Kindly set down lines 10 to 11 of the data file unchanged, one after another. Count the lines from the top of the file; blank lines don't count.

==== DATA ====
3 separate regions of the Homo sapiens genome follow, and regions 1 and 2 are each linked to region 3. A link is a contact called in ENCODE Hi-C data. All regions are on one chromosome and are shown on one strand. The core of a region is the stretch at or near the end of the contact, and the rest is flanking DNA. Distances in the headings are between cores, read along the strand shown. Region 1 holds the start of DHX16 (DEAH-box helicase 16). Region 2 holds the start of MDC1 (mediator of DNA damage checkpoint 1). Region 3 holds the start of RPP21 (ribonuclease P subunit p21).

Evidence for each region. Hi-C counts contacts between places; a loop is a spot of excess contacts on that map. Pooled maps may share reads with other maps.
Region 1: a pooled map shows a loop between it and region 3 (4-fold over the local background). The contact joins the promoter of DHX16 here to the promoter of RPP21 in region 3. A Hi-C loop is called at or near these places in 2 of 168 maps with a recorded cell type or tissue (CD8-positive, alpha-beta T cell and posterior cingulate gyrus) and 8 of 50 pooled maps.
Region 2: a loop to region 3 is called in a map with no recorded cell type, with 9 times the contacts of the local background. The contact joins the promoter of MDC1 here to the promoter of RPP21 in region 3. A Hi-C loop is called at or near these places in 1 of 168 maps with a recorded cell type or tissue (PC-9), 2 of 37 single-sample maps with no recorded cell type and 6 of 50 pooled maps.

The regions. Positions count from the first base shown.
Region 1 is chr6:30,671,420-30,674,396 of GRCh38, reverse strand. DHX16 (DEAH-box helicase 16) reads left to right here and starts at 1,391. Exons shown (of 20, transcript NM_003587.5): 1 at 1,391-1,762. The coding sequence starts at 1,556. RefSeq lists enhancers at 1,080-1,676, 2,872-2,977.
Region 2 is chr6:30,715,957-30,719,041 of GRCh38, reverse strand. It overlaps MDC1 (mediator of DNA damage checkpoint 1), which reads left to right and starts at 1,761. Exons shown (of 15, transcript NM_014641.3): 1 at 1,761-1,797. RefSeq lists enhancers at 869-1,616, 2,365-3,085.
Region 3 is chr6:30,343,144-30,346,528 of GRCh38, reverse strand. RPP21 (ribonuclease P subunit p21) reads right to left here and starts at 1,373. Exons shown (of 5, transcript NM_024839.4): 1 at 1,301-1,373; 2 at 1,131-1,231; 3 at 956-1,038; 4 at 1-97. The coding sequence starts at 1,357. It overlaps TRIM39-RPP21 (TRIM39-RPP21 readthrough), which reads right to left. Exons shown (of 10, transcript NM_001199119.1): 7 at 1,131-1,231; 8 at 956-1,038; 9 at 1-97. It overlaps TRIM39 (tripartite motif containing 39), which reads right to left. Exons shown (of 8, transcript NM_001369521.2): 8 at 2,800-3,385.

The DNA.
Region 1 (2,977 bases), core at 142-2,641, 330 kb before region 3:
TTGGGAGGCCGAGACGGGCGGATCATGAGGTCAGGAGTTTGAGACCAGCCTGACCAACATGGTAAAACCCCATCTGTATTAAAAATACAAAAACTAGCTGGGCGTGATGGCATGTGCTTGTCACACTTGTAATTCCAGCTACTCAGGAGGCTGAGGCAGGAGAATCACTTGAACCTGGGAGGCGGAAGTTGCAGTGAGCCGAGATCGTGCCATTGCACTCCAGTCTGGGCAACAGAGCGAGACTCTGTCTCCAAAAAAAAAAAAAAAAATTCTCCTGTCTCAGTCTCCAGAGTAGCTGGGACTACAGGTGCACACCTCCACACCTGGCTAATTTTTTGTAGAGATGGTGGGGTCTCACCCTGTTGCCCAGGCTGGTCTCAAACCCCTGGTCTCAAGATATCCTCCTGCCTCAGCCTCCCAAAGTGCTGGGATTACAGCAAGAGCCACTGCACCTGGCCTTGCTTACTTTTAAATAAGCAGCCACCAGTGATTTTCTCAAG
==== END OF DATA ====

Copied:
Region 1 (2,977 bases), core at 142-2,641, 330 kb before region 3:
TTGGGAGGCCGAGACGGGCGGATCATGAGGTCAGGAGTTTGAGACCAGCCTGACCAACATGGTAAAACCCCATCTGTATTAAAAATACAAAAACTAGCTGGGCGTGATGGCATGTGCTTGTCACACTTGTAATTCCAGCTACTCAGGAGGCTGAGGCAGGAGAATCACTTGAACCTGGGAGGCGGAAGTTGCAGTGAGCCGAGATCGTGCCATTGCACTCCAGTCTGGGCAACAGAGCGAGACTCTGTCTCCAAAAAAAAAAAAAAAAATTCTCCTGTCTCAGTCTCCAGAGTAGCTGGGACTACAGGTGCACACCTCCACACCTGGCTAATTTTTTGTAGAGATGGTGGGGTCTCACCCTGTTGCCCAGGCTGGTCTCAAACCCCTGGTCTCAAGATATCCTCCTGCCTCAGCCTCCCAAAGTGCTGGGATTACAGCAAGAGCCACTGCACCTGGCCTTGCTTACTTTTAAATAAGCAGCCACCAGTGATTTTCTCAAG